Is it ever OK to lie?

20:08, Oct 11 2012

"Are you sure I look OK in this, Anna?"

My friend twirled around my room in her new dress. She'd just paid a surprisingly large amount of money for the small amount of cloth and was showing it to me for approval before she wore it to an awards dinner that night.

My friend is very tall and slender, but the dress really didn't make the most of her assets.

I inwardly grimaced and did what many of us would do in such a situation.

I lied.

I told her the dress looked fabulous and that she'd have all the women wanting to be her and all the men in the room wanting to be with her.

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Later, I felt guilty about my dishonesty.

I like to think of myself as an honest person. However, sometimes I find telling a "little white lie" is easier than telling the truth.

But is it ever really OK to lie?

Obviously, there are some things that should never be lied about, but there are some situations that are more ambiguous and beg for the "little white lie" category to be used.

For example:

1. How does my new haircut look?

2. Was it as good for me as it was for you?

3. What'd you think of my mother?

4. How many women have you slept with?

We often justify the white lies we tell by saying we're avoiding hurting someone else's feelings.

Take my friend. I told myself she'd already paid for the dress and telling her it didn't look good would have just hurt her feelings and dashed her confidence for her night.

Most of us have a tendency to shoot the messenger of bad news and label honest or "straight up" people as rude and bitchy.

It's well known the truth can be harsh.

For example:

1. Actually, it's aged you 50 years and made your ears look HUGE

2. No it really wasn't - I think I fell asleep for a while there in the middle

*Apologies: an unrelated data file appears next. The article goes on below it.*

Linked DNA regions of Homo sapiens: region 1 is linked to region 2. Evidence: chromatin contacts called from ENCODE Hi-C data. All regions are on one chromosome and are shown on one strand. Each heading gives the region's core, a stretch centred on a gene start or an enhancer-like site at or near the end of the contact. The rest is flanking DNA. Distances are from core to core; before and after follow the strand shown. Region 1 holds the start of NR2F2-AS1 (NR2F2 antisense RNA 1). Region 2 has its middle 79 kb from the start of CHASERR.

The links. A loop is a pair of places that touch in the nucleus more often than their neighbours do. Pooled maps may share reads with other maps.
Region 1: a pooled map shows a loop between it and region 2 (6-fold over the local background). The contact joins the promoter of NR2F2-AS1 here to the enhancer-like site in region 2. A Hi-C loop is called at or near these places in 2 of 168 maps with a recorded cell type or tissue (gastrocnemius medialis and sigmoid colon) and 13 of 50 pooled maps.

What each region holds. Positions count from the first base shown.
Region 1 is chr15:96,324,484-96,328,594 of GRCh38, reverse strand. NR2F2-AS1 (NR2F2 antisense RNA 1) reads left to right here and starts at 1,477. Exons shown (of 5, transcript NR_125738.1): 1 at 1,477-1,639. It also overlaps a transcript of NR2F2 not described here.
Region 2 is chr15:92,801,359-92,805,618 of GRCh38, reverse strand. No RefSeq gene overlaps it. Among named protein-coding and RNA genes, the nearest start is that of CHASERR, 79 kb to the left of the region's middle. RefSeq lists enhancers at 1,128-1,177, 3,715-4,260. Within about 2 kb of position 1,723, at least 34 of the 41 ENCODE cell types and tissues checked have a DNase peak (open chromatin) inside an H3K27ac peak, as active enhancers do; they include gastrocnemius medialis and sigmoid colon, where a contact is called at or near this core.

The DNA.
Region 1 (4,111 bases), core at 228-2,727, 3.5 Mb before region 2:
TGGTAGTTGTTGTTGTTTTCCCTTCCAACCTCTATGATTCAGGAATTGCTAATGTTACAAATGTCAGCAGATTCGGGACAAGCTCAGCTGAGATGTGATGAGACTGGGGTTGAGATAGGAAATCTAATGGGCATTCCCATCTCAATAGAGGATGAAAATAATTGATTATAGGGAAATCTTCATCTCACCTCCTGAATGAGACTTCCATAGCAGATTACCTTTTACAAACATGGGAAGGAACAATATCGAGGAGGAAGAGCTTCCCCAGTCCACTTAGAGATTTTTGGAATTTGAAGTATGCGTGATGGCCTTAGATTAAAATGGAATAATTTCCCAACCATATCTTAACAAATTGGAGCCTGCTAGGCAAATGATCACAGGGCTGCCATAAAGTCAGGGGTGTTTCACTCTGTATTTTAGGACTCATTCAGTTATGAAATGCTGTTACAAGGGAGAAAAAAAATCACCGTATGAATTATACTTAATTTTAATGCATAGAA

3. She's overbearing and smelt faintly of wet dog

4. I lost count at 40 ...

But sometimes you've got to be cruel to be kind. There are situations where the truth is going to hurt, but it's absolutely necessary, e.g. your husband is cheating on you or I don't love you anymore.

Then, of course, a lie can be as equally hurtful as the truth. If people find out you've lied or deliberately withheld information from them, they understandably can feel betrayed and hurt. Suddenly your little white lie doesn't seem so harmless anymore.

After mulling all of this over, I think there are still some situations where it's OK to avoid the direct truth.

I found it helpful to reverse the situation. If my friend told me I looked awful in a dress I felt fabulous in would I appreciate it? Probably not. As it was, my friend had a great night and felt confident in her dress.

Some things don't need to be said.

However, I think we should limit this to situations where someone will be genuinely hurt and not just used as an excuse for getting out of potentially awkward situations.

You shouldn't lie to save your own skin.

Next time I go to tell a "harmless" lie, I'm going to think - am I lying for your benefit or mine?

Do you tell little white lies or are you completely straight up? Do you think lying can ever be justified? Comment below, email me at anna.turner@press.co.nz or follow me on Twitter.

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